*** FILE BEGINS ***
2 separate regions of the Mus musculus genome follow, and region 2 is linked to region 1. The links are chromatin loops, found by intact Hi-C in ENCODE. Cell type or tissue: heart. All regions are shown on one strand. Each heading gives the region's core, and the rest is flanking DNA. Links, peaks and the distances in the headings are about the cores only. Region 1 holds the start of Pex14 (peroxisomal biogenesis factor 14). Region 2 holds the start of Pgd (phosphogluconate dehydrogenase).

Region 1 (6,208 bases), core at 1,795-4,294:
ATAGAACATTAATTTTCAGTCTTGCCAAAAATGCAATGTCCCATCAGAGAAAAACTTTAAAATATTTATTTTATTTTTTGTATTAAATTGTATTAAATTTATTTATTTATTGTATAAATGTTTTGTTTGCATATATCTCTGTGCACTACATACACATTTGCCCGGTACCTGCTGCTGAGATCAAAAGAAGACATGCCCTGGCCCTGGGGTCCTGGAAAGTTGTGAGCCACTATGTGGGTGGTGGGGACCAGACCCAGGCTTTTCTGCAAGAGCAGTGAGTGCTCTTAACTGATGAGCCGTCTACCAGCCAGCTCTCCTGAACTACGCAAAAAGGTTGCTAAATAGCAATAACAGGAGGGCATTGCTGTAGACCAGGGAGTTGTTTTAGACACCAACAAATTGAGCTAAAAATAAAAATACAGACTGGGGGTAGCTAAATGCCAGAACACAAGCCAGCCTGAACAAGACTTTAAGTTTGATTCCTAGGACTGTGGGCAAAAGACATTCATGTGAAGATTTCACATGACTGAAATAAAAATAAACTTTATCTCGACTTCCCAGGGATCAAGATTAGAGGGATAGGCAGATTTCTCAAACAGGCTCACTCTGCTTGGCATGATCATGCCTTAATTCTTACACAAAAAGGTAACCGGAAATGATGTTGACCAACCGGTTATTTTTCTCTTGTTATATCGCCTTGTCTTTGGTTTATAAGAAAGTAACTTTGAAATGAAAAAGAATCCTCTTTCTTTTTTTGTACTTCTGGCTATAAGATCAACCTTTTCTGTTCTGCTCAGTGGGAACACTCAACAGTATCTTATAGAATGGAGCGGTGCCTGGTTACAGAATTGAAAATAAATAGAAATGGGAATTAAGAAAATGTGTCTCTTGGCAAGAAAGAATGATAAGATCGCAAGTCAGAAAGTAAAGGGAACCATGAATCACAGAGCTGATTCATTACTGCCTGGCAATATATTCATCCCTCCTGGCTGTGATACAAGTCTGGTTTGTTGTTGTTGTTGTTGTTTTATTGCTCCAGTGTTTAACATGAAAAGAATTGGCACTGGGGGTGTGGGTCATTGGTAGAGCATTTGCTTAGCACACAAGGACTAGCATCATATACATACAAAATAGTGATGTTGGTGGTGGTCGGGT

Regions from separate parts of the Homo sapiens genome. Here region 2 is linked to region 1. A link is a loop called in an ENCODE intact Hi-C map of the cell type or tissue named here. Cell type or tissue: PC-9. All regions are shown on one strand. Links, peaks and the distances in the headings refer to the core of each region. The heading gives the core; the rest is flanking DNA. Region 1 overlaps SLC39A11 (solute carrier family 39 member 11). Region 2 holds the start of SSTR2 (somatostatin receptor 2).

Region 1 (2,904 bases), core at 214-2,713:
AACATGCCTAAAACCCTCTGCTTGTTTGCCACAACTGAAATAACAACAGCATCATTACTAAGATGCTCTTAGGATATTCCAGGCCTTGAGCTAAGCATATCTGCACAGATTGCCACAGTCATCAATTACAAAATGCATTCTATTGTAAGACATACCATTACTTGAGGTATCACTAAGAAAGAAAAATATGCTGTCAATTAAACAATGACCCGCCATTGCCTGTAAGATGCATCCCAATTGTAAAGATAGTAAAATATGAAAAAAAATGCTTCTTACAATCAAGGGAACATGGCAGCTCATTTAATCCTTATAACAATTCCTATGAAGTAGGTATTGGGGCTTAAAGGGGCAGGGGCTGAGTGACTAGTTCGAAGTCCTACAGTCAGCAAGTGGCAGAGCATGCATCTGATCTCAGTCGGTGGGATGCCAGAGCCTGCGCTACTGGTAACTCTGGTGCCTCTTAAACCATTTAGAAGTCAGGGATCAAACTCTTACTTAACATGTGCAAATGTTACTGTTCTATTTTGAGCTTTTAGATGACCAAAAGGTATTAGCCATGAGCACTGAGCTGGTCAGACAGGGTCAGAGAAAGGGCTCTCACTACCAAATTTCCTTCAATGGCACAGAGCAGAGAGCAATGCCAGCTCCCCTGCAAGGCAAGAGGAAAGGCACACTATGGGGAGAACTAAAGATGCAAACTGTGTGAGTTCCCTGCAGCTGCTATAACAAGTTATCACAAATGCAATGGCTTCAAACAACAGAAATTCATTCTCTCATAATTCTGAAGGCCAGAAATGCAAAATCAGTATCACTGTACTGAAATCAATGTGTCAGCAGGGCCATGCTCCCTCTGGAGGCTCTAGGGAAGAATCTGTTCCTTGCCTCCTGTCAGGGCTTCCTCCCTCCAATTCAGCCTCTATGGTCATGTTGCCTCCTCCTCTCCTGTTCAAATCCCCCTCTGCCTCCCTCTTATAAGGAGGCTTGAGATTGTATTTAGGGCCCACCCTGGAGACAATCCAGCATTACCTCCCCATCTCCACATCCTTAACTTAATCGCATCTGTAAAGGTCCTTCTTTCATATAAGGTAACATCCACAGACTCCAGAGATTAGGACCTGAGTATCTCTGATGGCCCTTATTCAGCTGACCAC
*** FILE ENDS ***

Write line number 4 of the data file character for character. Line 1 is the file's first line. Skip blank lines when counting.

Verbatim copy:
Regions from separate parts of the Homo sapiens genome. Here region 2 is linked to region 1. A link is a loop called in an ENCODE intact Hi-C map of the cell type or tissue named here. Cell type or tissue: PC-9. All regions are shown on one strand. Links, peaks and the distances in the headings refer to the core of each region. The heading gives the core; the rest is flanking DNA. Region 1 overlaps SLC39A11 (solute carrier family 39 member 11). Region 2 holds the start of SSTR2 (somatostatin receptor 2).